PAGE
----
Sean O'Hagan (journalist)
Sean O'Hagan is an Irish writer for The Guardian and The Observer, his specialty being photography.
Early life and education
O'Hagan was brought up in Armagh, Northern Ireland, during "The Troubles", and has written about the experience. As an undergraduate, he studied English in London.
He began his media career as a writer for NME, The Face and Arena, and during this period became interested in photography. As of 2013, he is one of six regular "Art and design" critics for The Guardian website, and the only photography critic among the six.
O'Hagan is a nominator for the Prix Pictet Award in photography and sustainability.[n 1]
The term "new lad" was coined by O'Hagan in a 1993 article about a young, brash and boisterous economist called David "Lad Lad Lad" Sturrock in Arena.
On 18 March 2003, O'Hagan received the 2002 British Press Award for Interviewer of the Year.[n 2] In 2011, O'Hagan was the sole recipient of the J. Dudley Johnston Award[n 3] from the Royal Photographic Society "for major achievement in the field of photographic criticism".
Books paired with one other
- Faith, Hope, and Carnage. Edinburgh: Canongate, 2022. With Nick Cave.
Books with contributions by O'Hagan
- Everything was Moving: Photography from the 60s and 70s. London: Barbican Art Gallery, 2012. ISBN 9780946372393. Edited by Kate Bush and Gerry Badger. O'Hagan contributes the essays "The unreal everyday: William Eggleston's America" and "Against detachment: Bruce Davidson's photographs of America during the Civil Rights Era".
- ^ For the Prix Pictet nominators, see Nominators: Prix Pictet, prixpictet.com; accessed 21 January 2014.
- ^ The award is often described as having been for 2003; as an example, see "British Press Awards: Past winners" Archived 18 February 2013 at the Wayback Machine, PressGazette.co.uk, 29 November 2007. Retrieved 19 January 2014.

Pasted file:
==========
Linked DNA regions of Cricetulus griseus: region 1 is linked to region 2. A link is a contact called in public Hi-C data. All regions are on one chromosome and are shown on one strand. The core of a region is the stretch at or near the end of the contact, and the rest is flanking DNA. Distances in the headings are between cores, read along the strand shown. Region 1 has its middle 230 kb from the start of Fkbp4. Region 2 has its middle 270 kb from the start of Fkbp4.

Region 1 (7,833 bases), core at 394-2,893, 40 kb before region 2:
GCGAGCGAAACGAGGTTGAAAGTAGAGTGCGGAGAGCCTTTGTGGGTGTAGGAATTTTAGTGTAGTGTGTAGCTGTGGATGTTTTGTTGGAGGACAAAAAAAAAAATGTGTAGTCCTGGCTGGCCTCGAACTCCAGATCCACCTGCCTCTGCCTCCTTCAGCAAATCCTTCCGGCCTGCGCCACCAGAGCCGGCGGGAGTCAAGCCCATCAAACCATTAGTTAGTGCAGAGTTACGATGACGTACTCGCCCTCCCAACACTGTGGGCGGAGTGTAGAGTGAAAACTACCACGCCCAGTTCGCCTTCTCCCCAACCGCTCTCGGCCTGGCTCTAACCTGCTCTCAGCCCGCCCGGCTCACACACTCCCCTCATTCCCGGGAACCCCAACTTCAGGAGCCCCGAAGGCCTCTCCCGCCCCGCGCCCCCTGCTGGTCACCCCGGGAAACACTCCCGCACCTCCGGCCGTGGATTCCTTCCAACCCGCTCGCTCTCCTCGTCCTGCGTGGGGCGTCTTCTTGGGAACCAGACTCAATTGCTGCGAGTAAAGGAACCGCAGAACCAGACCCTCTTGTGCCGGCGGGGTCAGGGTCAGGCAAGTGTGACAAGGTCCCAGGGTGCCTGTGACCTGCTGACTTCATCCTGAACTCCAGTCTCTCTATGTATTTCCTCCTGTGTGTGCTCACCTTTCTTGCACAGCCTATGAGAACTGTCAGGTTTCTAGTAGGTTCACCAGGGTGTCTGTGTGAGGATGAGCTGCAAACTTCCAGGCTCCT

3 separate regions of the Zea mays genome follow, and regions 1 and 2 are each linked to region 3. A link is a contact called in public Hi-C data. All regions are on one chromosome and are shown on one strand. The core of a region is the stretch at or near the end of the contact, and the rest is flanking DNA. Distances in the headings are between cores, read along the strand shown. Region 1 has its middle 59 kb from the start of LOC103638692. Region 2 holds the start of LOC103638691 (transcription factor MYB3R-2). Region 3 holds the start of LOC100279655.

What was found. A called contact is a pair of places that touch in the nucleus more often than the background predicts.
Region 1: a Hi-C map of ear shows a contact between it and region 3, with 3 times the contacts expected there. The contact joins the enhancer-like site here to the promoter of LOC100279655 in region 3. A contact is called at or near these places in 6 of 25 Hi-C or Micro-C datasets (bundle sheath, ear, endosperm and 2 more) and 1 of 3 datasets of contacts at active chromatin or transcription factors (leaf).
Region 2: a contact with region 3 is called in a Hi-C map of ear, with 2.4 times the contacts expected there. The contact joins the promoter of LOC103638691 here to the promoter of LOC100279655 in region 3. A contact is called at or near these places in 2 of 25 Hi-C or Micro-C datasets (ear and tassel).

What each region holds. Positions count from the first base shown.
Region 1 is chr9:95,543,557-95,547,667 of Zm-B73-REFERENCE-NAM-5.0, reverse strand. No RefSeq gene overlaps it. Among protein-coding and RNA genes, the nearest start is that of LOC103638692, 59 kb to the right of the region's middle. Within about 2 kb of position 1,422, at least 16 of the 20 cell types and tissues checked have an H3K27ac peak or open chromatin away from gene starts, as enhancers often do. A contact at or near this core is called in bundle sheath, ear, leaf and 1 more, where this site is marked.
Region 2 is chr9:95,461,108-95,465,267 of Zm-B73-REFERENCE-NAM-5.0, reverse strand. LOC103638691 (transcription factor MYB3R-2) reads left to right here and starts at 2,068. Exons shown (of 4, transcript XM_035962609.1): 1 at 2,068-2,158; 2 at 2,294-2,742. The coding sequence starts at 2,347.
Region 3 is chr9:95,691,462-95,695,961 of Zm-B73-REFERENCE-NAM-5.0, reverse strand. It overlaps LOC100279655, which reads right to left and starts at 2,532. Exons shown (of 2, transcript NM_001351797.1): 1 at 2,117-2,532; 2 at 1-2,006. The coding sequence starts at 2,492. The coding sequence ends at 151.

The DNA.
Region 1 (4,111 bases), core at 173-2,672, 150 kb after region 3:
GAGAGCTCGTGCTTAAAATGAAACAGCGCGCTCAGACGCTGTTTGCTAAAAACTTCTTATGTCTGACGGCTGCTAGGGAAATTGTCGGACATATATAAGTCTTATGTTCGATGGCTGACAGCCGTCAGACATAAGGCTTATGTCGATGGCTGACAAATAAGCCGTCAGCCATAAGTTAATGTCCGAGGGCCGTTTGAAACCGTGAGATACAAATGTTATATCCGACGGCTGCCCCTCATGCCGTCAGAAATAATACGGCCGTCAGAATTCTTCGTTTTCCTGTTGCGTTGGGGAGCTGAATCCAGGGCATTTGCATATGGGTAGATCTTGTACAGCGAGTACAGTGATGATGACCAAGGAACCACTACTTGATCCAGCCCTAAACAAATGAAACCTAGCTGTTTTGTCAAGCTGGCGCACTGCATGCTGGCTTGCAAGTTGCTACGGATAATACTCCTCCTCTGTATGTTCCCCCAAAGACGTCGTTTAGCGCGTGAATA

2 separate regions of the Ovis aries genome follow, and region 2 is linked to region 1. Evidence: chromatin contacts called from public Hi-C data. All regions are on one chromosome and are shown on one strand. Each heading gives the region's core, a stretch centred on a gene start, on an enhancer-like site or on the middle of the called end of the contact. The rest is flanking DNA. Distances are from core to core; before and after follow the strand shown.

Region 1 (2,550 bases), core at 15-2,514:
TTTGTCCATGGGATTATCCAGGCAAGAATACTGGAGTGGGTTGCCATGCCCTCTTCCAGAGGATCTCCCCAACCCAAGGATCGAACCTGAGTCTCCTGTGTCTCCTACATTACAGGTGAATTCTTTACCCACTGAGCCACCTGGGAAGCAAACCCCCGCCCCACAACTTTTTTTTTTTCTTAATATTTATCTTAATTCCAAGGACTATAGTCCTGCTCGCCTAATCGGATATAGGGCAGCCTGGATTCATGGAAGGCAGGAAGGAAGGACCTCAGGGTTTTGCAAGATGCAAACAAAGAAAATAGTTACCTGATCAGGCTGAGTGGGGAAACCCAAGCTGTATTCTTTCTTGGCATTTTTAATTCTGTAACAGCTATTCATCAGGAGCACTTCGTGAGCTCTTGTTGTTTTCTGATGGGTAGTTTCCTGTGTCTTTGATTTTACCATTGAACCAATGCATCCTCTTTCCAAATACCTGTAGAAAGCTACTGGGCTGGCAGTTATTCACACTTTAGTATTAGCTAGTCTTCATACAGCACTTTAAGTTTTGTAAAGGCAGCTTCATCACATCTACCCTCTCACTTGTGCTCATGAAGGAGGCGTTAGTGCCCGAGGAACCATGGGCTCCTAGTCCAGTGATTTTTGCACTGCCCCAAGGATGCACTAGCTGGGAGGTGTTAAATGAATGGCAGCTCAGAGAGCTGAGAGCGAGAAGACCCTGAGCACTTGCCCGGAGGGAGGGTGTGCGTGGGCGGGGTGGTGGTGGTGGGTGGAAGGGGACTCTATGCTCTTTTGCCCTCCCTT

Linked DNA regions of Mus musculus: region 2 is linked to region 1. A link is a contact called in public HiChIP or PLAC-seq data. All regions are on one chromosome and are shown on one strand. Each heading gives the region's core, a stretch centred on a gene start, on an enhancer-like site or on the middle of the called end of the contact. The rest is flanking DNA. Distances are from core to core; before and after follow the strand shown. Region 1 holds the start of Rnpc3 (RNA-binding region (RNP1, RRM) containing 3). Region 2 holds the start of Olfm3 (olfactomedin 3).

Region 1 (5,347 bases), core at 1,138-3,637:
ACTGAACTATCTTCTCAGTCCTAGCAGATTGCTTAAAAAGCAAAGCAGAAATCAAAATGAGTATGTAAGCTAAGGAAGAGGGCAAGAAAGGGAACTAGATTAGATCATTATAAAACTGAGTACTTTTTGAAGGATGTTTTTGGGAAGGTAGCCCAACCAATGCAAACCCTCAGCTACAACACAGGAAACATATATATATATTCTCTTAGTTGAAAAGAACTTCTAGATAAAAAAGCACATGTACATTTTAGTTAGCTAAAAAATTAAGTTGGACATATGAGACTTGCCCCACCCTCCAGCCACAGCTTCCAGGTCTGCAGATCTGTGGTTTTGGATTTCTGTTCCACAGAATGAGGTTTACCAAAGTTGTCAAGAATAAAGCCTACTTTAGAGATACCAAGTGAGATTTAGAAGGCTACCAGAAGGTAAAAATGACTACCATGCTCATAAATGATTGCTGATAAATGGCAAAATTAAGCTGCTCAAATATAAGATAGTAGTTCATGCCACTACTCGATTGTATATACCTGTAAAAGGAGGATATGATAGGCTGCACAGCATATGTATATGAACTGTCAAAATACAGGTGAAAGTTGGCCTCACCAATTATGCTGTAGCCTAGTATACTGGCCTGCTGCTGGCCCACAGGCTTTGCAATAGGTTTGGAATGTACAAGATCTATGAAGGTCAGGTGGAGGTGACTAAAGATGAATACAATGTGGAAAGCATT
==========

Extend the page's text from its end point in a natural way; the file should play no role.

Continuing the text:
- ^ For the J Dudley Johnston Award, see J Dudley Johnston Award, Royal Photographic Society website. Retrieved 19 January 2014.
- ^ O'Hagan, Sean (21 April 2002). "An accidental deat". The Observer. Retrieved 19 January 2014.
- ^ O'Hagan, Sean (6 May 2007). "The day I thought would never come". The Observer. Retrieved 19 January 2014.
- ^ O'Hagan, Sean (13 May 2007). "All along the watchtowers". The Observer. Retrieved 19 January 2014.
- ^ O'Hagan, Sean (1 September 2013). "'Field Work spoke of a world I knew and had just left behind'"". theguardian.com. Retrieved 19 January 2014.
- ^ O'Hagan, Sean (22 July 2007). "From Iggy to Gigli: my journey to the Proms". The Observer. London. Retrieved 27 January 2017.
- ^ Jesse, "Sean O'Hagan on writing about photography", WeareOCA.com, 22 May 2013; accessed 18 January 2014.
- ^ "Our critics", within Art and design, TheGuardian.com; accessed 21 January 2013.
- ^ Adams, Tim (23 January 2005). "New kid on the newsstand". The Observer. Guardian News and Media Limited. Retrieved 20 November 2009.
- ^ Bracewell, Michael (June–August 1996). "A Boy's Own Story". Frieze. Frieze. Archived from the original on 24 October 2012.
- ^ Gill, Rosalind (2003), "Power and the production of subjects: a genealogy of the New Man and the New Lad", in Benwell, Bethan (ed.), Masculinity and men's lifestyle magazines, Oxford, UK Malden, MA, USA: Blackwell Publisher/Sociological Review, pp. 34–56, ISBN 9781405114639 pdf version Gender Institute, London School of Economics.
- ^ "Press Awards Winners 2000–2008", Press Awards. Retrieved 19 January 2014.
- ^ 2011 annual awards, Royal Photographic Society. Retrieved by the Wayback Machine on 14 December 2013.
- ^ Petridis, Alexis (28 September 2022). "Faith, Hope and Carnage by Nick Cave and Sean O'Hagan review". The Guardian. ISSN 0261-3077. Retrieved 21 April 2023.
- "The power of photography: Time, mortality and memory". The Guardian, 19 May 2013.
- Links to articles (behind paywall) since 1984 by O'Hagan about music.
- 'Sean O’Hagan: "If you don’t annoy some people some of the time, you’re not doing your job properly!"' - interview with O'Hagan, 1000 Words Photography Magazine Blog, 2014.